The OGRI values are dDDH (digital DNA-DNA hybridization), G+C content, and ANI (Average Nucleotide Identity) values. The ANI values denote the percent identity inferred by the homologous regions shared between prokaryotic genomes and classify bacterial genomes (Jain et al., 2018). The Digital DDH (dDDH) ensures the highest consistency regarding the species-delimitation approach currently dominating microbial taxonomy. The DDH has been a gold standard in prokaryotic taxonomy that indirectly measures the degree of genetic similarity between two genomes (Chun et al., 2018). The minimal standards for using genome data for the taxonomy of prokaryotes are widely accepted that bacterial strains of the same species have ANI values >95–96% and DDH values >70% (Chun et al., 2018). The G+C content has been historically valued for taxonomic descriptions of species and genera (Meier-Kolthoff et al., 2014). A direct computation of G+C content with high accuracy is easily achieved from genome sequenced with considerable depth. The significance of accuracy achieved by this computation method over the drawbacks of using conventional methods (Meier-Kolthoff et al., 2014). These methods have helped delineate phytoplasma phylogenetic position with significant confidence compared to 16S rRNA gene phylogeny alone (Kirdat et al., 2021; Zhao et al., 2021). An analysis of 51 phytoplasma genomes revealed that some strains within the same clade in the 16S rRNA gene phylogenetic tree exhibited pairwise ANI values less than 95% and dDDH values less than 70% (unpublished data). This suggests that these phytoplasma strains could potentially be classified as new species, subject to the fulfillment of other necessary criteria for species designation.
A study consisting of 14 phytoplasma genomes was conducted to check the efficacy of OGRI values and phylogeny based on genomes (Firrao et al., 2013). For this analysis MLSA of 107 orthologous genes, Average Nucleotide Index (ANIm), tetranucleotide signature frequency correlation index (TETRA), and consensus networks were used. The authors found that the strains belonging to the same clade shared high ANI values confirming high relatedness at the genomic level, and relatively lower ANI values were calculated between strains belonging to two different subgroups of 16SrI. The TETRA values >990 would support phytoplasma species boundary based on the ANI range 95–96%; however, the TETRA index calculation can be inaccurate when comparing drafts based on different sequencing techniques (Firrao et al., 2013). In another attempt, 11 AY phytoplasma genomes were assigned to define the putative species boundaries and genomic divergence (Cho et al., 2020). The study proposed dividing the 16SrI group into three species-level OTUs based on whole-genome ANI analysis, homologous gene sequence-based analysis, PCoA analysis, and phylogenetic tree based on 303 single-copy-genes shared by selected 11 genomes. The study showed that the same OTU species have >97% ANI values, and species comparison between OTUs have <94% ANI values. The authors proposed the MLSA markers deduced from 11 analyzed AY genomes that could facilitate future genetic characterization of Aster Yellows phytoplasmas (AY) or 16SrI group (Cho et al., 2020). Homologous gene clusters showing genome divergence can further provide practical means to classify phytoplasma provided the availability of complete or near-complete genomes with completeness >90%.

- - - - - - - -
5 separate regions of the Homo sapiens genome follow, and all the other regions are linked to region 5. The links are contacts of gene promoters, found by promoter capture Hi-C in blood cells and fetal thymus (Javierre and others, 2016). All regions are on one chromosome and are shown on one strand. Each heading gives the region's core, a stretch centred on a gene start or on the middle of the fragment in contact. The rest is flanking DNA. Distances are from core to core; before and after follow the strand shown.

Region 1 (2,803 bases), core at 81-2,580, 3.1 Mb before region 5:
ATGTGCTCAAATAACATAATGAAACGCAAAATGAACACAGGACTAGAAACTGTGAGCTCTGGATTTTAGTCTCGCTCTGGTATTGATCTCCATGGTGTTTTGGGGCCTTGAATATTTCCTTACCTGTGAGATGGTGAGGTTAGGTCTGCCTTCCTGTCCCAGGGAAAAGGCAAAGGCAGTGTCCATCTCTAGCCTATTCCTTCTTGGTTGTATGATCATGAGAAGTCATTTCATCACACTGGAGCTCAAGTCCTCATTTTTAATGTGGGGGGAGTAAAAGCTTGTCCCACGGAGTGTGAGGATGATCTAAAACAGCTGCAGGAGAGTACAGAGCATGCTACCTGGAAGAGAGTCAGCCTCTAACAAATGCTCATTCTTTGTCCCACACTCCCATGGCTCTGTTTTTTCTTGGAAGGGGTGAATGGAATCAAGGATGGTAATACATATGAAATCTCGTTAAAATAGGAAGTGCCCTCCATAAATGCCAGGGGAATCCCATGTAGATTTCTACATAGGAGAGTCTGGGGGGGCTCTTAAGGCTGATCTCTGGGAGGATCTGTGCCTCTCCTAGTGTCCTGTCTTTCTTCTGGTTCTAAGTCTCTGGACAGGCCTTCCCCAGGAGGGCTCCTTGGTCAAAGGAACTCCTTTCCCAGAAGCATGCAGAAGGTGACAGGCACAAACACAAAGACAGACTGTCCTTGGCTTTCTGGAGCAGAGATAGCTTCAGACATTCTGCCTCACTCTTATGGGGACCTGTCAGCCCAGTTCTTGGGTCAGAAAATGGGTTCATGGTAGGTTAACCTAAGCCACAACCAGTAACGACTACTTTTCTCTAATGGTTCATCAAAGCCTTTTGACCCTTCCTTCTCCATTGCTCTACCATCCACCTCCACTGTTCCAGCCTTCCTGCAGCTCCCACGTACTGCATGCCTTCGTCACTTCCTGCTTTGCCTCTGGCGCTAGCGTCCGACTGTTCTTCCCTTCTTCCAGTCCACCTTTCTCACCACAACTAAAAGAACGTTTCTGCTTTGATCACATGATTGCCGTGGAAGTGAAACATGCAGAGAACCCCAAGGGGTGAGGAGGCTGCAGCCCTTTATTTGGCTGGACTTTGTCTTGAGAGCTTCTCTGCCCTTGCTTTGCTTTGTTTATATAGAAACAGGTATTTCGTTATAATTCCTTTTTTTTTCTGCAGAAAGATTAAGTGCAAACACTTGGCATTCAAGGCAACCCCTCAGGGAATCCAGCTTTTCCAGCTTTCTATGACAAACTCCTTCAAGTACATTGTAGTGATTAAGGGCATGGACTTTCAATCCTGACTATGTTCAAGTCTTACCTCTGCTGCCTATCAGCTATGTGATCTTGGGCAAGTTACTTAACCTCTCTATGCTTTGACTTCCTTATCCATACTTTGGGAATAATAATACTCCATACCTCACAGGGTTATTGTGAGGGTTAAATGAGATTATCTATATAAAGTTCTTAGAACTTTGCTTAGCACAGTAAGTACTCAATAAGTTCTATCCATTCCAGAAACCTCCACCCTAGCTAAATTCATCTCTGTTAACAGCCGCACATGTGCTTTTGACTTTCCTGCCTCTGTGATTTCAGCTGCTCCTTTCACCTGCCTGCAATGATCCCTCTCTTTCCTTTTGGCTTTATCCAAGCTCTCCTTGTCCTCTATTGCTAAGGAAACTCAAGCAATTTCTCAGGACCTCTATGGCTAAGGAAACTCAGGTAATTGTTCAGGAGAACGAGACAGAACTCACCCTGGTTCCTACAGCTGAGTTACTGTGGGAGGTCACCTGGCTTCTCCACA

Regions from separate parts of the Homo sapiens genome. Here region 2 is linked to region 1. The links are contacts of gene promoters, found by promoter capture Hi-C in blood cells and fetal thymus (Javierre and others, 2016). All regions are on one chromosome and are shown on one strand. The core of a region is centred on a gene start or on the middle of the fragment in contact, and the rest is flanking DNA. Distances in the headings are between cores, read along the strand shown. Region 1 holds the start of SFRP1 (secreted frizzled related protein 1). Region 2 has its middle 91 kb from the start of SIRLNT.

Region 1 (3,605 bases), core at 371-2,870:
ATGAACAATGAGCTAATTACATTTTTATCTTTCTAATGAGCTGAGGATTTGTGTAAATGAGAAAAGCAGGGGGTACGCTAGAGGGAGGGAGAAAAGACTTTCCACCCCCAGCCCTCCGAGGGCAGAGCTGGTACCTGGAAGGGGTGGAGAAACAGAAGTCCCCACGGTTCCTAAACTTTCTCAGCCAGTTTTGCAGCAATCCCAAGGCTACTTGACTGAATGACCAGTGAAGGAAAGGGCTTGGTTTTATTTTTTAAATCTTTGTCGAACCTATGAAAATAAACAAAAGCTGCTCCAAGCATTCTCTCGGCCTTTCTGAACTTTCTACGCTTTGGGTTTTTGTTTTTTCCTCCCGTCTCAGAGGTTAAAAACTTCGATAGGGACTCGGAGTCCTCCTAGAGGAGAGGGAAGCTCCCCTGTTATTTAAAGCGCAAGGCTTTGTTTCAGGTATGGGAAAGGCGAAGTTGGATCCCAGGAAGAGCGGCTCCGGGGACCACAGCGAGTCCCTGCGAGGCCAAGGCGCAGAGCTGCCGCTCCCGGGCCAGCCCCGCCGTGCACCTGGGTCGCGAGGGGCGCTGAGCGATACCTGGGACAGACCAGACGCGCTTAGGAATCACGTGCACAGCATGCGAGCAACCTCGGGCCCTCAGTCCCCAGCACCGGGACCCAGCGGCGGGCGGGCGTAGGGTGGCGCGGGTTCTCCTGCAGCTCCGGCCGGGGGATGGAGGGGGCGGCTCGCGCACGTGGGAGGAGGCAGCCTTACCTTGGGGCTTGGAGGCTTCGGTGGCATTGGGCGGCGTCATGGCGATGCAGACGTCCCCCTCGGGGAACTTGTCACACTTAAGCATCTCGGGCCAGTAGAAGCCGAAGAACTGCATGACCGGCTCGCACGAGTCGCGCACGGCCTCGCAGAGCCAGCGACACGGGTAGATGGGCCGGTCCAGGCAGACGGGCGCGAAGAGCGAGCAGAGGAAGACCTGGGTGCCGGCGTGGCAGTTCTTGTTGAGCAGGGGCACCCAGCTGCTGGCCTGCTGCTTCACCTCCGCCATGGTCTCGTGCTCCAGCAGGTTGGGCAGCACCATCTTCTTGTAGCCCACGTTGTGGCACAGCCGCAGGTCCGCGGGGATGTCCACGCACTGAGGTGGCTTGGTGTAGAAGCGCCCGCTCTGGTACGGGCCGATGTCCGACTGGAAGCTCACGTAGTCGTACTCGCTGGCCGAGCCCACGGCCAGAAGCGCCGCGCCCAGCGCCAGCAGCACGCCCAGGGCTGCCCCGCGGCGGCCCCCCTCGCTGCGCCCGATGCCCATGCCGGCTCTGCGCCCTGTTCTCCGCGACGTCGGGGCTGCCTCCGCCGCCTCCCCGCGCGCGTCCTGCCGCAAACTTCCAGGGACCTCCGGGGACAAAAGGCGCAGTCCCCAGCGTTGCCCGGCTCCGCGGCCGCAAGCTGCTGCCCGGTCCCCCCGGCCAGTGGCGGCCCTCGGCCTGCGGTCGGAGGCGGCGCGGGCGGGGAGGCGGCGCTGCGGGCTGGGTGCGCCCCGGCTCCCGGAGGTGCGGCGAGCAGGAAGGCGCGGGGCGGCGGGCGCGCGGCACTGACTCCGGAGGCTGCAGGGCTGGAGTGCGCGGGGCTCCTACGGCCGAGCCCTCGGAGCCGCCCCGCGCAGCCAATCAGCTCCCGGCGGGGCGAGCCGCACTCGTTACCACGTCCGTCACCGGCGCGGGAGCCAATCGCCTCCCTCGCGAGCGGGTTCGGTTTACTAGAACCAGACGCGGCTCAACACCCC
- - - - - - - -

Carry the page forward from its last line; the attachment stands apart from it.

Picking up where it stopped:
The genome phylogeny and OGRI values were used to describe a new phytoplasma species, ‘Ca. P. sacchari,’ associated with Sugarcane Grassy Shoot (SCGS) disease (Kirdat et al., 2021). The phylogenetic position based on 16S rRNA and other SCGS phytoplasma genes was confusing due to distant branching from two species, ‘Ca. P. cynodontis’ and ‘Ca. P. oryzae.’ Many Rice Yellow Dwarf (RYD) group strains associated with Sugarcane Grassy Shoot (SCGS) disease of sugarcane were assigned to ‘Ca. P. oryzae’ erroneously despite their close phylogenetic association with ‘Ca. P. cynodontis’. An approach to constructing a hybrid assembly followed by metagenomic binning was used to obtain the SCGS phytoplasma genome (Kirdat et al., 2020). Using 13 near-complete phytoplasma genomes, the authors constructed the whole-genome phylogenetic tree using BPGA (Chaudhari et al., 2016) and UBCG (Na et al., 2018) tools to clear the confusion and to obtain a reliable and highly informative phylogenetic delineation using a whole-genome sequence of SCGS and related strains, OGRI values, and housekeeping genes. The comparative G+C content was directly calculated from the obtained draft genome assemblies and the dDDH values were calculated using Genome-to- Genome Distance Calculator (GGDC) webserver (http://ggdc.gbdp.org) (Auch et al., 2010). This approach provided a better phylogenetic position for sugarcane grassy shoot phytoplasma and its proposal as a novel taxon.